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'Attack' by MLA personal, says day shelter boss
Lydia Bardak says Robert Hawkins is poorly informed; Hawkins says government
can't be seen supporting bad behaviour

Laura Busch
Northern News Services
Published Wednesday, February 13, 2013

A war of words is erupting over Yellowknife's downtown day shelter for the homeless and it's starting to get personal, says the facility's executive director.

NNSL photo/graphic

Lydia Bardak, executive director of the John Howard Society, stands outside the Dene Ko Day Shelter with clients Jason and Hannah, who declined to give their last names Jan. 28. The shelter just received word its funding will be renewed for another year, although the announcement has brought out critics on the way the space is being run. - NNSL file photo

Yellowknife Centre MLA Robert Hawkins insists his criticisms of the way the Dene Ko Day Shelter is being run aren't targeting anyone specifically, but Lydia Bardak, who has been the face of the shelter since it opened as a John Howard Society-run pilot project in November 2009, said she can't see his near daily remarks in the legislative assembly as anything but a personal attack.

"At the end of the day, I am the John Howard Society, and it's very hard not to take it personally," said Bardak, adding she doesn't understand why Hawkins has so much to say about the way the shelter is being run considering that she can't recall ever seeing him in there.

"At the end of the day, I know what we do, I know who we do it for and I know why we do it. At this point, I believe that many of the critics of the day shelter don't fully understand the work."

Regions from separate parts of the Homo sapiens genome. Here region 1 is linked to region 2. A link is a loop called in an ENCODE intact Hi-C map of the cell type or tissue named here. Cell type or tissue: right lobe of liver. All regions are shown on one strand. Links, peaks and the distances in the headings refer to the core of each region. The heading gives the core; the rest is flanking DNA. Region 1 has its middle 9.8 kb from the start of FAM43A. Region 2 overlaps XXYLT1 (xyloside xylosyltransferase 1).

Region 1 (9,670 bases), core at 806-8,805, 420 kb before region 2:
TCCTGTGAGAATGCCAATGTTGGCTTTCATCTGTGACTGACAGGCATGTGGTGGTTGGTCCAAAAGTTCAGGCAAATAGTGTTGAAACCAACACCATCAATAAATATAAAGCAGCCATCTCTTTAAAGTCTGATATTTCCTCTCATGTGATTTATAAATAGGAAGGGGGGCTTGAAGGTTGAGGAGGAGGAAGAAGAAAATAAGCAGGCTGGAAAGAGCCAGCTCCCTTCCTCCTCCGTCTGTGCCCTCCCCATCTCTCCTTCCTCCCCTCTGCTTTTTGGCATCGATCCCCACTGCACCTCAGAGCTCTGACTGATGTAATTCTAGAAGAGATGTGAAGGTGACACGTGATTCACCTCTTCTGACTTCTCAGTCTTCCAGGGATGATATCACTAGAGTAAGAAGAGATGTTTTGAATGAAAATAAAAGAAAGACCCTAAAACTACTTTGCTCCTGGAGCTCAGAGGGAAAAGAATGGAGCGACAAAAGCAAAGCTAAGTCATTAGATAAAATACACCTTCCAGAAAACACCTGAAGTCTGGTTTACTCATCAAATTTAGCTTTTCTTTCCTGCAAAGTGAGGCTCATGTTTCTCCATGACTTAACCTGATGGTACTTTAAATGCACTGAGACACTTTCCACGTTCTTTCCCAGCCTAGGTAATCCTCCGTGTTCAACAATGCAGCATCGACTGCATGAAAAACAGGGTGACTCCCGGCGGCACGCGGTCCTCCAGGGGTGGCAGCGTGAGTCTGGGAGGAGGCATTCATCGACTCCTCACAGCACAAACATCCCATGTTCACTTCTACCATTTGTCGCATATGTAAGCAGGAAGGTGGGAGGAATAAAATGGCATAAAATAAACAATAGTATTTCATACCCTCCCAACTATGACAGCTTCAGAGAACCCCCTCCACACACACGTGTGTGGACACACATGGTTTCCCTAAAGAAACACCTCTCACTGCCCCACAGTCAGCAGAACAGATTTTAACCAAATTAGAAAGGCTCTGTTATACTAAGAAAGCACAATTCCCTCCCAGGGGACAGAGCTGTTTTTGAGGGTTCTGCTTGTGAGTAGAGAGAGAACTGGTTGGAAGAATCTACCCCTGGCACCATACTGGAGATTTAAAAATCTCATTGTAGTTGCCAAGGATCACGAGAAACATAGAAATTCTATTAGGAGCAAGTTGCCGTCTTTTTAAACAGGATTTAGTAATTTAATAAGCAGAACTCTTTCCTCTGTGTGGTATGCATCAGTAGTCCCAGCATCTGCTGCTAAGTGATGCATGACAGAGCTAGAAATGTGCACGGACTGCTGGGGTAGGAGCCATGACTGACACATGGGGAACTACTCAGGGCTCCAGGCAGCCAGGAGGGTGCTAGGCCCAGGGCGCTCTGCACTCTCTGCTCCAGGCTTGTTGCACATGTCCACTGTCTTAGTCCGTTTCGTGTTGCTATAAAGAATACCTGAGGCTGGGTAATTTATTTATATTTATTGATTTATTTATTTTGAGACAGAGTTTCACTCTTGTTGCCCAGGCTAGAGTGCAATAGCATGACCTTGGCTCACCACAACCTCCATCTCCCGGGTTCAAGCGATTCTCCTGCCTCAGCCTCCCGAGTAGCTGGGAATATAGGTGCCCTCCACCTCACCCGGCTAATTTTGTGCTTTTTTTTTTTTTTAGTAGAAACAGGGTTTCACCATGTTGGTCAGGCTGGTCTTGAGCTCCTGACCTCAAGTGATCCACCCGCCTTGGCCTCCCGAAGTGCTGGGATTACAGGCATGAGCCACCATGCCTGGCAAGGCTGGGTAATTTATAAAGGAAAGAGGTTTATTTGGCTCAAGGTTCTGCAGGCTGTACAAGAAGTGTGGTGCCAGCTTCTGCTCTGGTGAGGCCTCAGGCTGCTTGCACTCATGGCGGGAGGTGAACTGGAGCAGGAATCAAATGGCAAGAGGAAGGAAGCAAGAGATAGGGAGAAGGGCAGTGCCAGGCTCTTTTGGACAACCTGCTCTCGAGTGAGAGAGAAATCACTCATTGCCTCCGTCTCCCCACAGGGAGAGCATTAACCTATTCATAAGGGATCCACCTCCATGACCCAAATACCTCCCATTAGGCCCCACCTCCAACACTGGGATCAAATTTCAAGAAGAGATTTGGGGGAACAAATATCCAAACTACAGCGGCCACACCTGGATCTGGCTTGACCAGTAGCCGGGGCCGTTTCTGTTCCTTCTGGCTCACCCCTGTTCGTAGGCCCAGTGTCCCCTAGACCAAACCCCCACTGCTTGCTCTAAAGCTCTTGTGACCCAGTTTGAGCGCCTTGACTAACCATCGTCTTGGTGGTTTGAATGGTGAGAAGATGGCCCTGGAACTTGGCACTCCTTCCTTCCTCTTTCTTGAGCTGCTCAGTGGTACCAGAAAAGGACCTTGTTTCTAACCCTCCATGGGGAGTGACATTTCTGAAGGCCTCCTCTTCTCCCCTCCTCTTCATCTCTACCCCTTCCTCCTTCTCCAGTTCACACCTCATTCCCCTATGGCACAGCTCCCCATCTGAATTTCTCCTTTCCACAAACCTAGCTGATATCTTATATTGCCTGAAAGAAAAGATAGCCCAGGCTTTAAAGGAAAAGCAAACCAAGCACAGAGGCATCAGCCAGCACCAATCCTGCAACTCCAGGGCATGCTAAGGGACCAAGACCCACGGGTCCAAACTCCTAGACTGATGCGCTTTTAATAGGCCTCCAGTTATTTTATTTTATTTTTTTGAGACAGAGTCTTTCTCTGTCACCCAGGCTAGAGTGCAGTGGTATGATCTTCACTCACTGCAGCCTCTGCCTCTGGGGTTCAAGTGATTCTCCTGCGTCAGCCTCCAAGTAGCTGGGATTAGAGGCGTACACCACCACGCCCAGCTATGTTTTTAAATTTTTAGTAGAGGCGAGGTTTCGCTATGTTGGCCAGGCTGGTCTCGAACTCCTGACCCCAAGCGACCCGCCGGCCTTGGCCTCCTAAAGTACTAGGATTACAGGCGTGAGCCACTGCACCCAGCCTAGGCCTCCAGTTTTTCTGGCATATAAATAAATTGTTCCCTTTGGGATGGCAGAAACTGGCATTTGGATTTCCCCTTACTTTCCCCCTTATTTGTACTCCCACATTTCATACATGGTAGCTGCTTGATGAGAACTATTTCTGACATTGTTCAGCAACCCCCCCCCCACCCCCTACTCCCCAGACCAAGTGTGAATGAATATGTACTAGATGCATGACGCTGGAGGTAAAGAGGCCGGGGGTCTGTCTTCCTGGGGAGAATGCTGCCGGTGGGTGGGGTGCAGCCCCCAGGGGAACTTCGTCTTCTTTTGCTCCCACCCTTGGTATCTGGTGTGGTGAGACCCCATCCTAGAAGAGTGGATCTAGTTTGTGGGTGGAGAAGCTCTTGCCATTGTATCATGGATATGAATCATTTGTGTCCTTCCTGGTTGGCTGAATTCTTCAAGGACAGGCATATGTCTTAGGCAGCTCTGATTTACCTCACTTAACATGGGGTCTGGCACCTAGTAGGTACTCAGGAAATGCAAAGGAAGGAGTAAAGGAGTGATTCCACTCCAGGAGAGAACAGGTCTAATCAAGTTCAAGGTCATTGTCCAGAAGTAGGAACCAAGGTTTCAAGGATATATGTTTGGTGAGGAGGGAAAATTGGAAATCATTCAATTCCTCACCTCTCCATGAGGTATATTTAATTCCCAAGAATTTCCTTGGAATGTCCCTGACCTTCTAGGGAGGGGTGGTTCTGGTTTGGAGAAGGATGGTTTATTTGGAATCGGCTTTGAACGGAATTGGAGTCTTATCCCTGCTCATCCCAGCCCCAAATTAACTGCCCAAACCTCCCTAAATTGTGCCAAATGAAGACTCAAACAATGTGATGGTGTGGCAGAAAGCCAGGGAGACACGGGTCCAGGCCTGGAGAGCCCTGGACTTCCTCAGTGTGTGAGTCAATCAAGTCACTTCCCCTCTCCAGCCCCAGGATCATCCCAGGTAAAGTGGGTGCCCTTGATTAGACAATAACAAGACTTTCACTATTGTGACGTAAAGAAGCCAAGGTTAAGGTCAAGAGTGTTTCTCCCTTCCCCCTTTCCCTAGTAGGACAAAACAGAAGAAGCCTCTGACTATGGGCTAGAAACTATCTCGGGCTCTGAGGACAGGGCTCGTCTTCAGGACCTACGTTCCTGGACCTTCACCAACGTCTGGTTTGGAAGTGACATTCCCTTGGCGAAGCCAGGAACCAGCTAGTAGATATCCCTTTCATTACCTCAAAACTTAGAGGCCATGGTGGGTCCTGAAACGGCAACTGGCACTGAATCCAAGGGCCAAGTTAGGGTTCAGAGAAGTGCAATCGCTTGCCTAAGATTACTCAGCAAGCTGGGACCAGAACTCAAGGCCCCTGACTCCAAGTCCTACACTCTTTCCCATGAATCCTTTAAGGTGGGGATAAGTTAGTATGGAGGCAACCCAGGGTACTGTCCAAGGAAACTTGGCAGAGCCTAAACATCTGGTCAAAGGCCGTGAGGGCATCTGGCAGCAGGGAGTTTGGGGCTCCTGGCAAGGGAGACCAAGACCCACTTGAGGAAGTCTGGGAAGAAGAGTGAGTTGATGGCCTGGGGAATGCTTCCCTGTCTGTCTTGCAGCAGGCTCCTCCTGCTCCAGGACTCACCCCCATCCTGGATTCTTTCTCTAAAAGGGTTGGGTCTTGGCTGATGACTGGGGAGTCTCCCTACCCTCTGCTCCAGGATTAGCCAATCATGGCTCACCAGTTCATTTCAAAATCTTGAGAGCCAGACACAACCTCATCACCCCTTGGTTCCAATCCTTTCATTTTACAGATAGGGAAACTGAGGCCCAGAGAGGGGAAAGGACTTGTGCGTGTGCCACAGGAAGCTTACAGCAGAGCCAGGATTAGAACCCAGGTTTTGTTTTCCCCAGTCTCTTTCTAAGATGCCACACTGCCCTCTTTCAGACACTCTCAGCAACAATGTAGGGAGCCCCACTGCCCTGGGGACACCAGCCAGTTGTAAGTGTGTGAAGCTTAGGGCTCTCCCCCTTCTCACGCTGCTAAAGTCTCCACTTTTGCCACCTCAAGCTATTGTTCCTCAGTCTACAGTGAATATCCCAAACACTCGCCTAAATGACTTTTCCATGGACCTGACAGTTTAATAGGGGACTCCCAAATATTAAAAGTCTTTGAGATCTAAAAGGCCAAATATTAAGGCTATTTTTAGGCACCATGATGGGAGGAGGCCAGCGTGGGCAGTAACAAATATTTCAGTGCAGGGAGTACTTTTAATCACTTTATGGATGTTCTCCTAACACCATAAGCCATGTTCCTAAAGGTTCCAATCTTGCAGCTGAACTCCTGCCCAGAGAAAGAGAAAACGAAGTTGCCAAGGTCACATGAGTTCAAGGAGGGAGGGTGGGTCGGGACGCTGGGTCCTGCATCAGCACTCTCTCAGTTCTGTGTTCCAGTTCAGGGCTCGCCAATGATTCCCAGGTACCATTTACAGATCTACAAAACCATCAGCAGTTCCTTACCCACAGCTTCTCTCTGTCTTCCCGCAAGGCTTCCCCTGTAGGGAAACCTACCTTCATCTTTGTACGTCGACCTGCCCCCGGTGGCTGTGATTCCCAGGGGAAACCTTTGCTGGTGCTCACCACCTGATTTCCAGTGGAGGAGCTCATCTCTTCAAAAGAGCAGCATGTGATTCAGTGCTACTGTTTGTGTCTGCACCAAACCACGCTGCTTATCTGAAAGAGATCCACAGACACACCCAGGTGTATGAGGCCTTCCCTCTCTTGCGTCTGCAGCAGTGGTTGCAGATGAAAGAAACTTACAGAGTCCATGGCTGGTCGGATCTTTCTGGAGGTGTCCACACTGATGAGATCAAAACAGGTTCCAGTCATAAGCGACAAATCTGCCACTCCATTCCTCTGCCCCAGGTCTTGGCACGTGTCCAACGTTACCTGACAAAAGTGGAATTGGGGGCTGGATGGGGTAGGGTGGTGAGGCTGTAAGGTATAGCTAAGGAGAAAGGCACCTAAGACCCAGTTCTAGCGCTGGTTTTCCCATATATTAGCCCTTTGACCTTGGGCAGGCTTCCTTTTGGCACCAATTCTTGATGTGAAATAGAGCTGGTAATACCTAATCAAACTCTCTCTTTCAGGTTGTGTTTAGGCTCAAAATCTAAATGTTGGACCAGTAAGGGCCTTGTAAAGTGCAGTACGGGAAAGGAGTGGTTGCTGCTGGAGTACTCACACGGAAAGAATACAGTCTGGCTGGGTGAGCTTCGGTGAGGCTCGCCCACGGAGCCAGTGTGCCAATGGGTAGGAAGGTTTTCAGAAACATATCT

The furor began last Thursday when Hawkins suggested the shelter should be shuttered and a new manager found because of ongoing issues of public drunkenness and violence taking place outside the building.

"Why don't we just shut it down and start fresh properly?" Hawkins asked Health and Social Services Minister Tom Beaulieu, who had just announced the territorial government would contribute $175,000 to keep the shelter open for at least another year.

Hawkins pointed directly at day shelter management as the source of all its problems. What goes on inside and around the shelter becomes the government's business once it contributes funding to the project, he said.

"Fundamentally, it's got to be a safe and productive environment, and it cannot be one that protects people consuming (alcohol) or that type of stuff," said Hawkins. "The government can't be seen as funding a place where people go to do this."

On Friday, Frame Lake MLA Wendy Bisaro told Yellowknifer she questions Hawkins' method of questioning day shelter management.

"I don't appreciate the line of questioning. Any service, any program should be evaluated and this is the end of a pilot project so, absolutely," she said. "I don't think this is an evaluation, I see it more as an attack, unfortunately."

It costs about $260,000 per year to operate the shelter, which is visited by about 60 people per day. The GNWT has agreed to pay $175,000 for the 2013-14 fiscal year and last December, the City of Yellowknife agreed to contribute $50,000. The bulk of the operating costs go to rent and paying shelter staff, said Bardak. Two staff must be present in the shelter at all times throughout the 12-hour operating day. Without more funding, there just isn't enough money for policing outside the shelter or to add programming, she said.

City councillor Niels Konge is also against the day shelter in its current form, although he recognizes the need for a shelter in downtown Yellowknife.

"I didn't feel safe in there," Konge said of his one and only time inside the shelter two years ago when he went in to offer a short-term labour position to clients for his construction company.

"They need to have some rules," he said.

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